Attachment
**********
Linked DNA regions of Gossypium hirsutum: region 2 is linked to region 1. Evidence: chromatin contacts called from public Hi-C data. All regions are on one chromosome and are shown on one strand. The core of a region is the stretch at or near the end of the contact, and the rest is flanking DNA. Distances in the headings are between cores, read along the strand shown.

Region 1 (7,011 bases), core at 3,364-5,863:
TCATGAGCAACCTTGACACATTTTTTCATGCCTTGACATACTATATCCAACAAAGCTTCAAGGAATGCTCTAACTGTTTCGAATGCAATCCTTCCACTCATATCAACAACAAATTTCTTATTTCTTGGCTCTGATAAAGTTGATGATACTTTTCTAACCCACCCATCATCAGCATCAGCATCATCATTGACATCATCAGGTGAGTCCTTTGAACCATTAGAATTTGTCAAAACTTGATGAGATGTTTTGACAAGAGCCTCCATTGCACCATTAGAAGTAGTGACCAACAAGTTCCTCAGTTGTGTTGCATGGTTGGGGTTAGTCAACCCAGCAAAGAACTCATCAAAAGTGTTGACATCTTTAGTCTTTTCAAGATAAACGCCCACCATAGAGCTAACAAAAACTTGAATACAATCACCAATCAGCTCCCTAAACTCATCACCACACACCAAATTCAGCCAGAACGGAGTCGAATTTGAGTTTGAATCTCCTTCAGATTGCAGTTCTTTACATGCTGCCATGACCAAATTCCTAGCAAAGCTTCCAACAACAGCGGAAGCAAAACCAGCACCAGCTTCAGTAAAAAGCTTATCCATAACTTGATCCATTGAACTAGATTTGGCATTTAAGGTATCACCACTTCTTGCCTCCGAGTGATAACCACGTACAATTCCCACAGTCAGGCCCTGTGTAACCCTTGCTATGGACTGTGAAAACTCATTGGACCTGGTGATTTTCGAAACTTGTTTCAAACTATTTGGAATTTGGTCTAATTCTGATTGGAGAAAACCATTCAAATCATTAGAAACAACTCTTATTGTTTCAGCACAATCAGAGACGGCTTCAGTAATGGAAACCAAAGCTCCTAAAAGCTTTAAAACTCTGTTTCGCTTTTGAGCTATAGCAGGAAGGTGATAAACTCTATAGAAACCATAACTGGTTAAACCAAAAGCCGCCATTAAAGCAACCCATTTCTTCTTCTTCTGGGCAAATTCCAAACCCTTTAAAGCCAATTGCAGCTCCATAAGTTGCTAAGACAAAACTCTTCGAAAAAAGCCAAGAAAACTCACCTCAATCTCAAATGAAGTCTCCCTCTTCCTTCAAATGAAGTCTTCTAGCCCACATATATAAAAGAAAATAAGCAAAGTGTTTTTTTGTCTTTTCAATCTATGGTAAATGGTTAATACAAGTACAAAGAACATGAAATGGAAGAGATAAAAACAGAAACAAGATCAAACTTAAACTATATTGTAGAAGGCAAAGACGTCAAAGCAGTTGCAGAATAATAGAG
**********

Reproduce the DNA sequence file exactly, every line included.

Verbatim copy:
Linked DNA regions of Gossypium hirsutum: region 2 is linked to region 1. Evidence: chromatin contacts called from public Hi-C data. All regions are on one chromosome and are shown on one strand. The core of a region is the stretch at or near the end of the contact, and the rest is flanking DNA. Distances in the headings are between cores, read along the strand shown.

Region 1 (7,011 bases), core at 3,364-5,863:
TCATGAGCAACCTTGACACATTTTTTCATGCCTTGACATACTATATCCAACAAAGCTTCAAGGAATGCTCTAACTGTTTCGAATGCAATCCTTCCACTCATATCAACAACAAATTTCTTATTTCTTGGCTCTGATAAAGTTGATGATACTTTTCTAACCCACCCATCATCAGCATCAGCATCATCATTGACATCATCAGGTGAGTCCTTTGAACCATTAGAATTTGTCAAAACTTGATGAGATGTTTTGACAAGAGCCTCCATTGCACCATTAGAAGTAGTGACCAACAAGTTCCTCAGTTGTGTTGCATGGTTGGGGTTAGTCAACCCAGCAAAGAACTCATCAAAAGTGTTGACATCTTTAGTCTTTTCAAGATAAACGCCCACCATAGAGCTAACAAAAACTTGAATACAATCACCAATCAGCTCCCTAAACTCATCACCACACACCAAATTCAGCCAGAACGGAGTCGAATTTGAGTTTGAATCTCCTTCAGATTGCAGTTCTTTACATGCTGCCATGACCAAATTCCTAGCAAAGCTTCCAACAACAGCGGAAGCAAAACCAGCACCAGCTTCAGTAAAAAGCTTATCCATAACTTGATCCATTGAACTAGATTTGGCATTTAAGGTATCACCACTTCTTGCCTCCGAGTGATAACCACGTACAATTCCCACAGTCAGGCCCTGTGTAACCCTTGCTATGGACTGTGAAAACTCATTGGACCTGGTGATTTTCGAAACTTGTTTCAAACTATTTGGAATTTGGTCTAATTCTGATTGGAGAAAACCATTCAAATCATTAGAAACAACTCTTATTGTTTCAGCACAATCAGAGACGGCTTCAGTAATGGAAACCAAAGCTCCTAAAAGCTTTAAAACTCTGTTTCGCTTTTGAGCTATAGCAGGAAGGTGATAAACTCTATAGAAACCATAACTGGTTAAACCAAAAGCCGCCATTAAAGCAACCCATTTCTTCTTCTTCTGGGCAAATTCCAAACCCTTTAAAGCCAATTGCAGCTCCATAAGTTGCTAAGACAAAACTCTTCGAAAAAAGCCAAGAAAACTCACCTCAATCTCAAATGAAGTCTCCCTCTTCCTTCAAATGAAGTCTTCTAGCCCACATATATAAAAGAAAATAAGCAAAGTGTTTTTTTGTCTTTTCAATCTATGGTAAATGGTTAATACAAGTACAAAGAACATGAAATGGAAGAGATAAAAACAGAAACAAGATCAAACTTAAACTATATTGTAGAAGGCAAAGACGTCAAAGCAGTTGCAGAATAATAGAG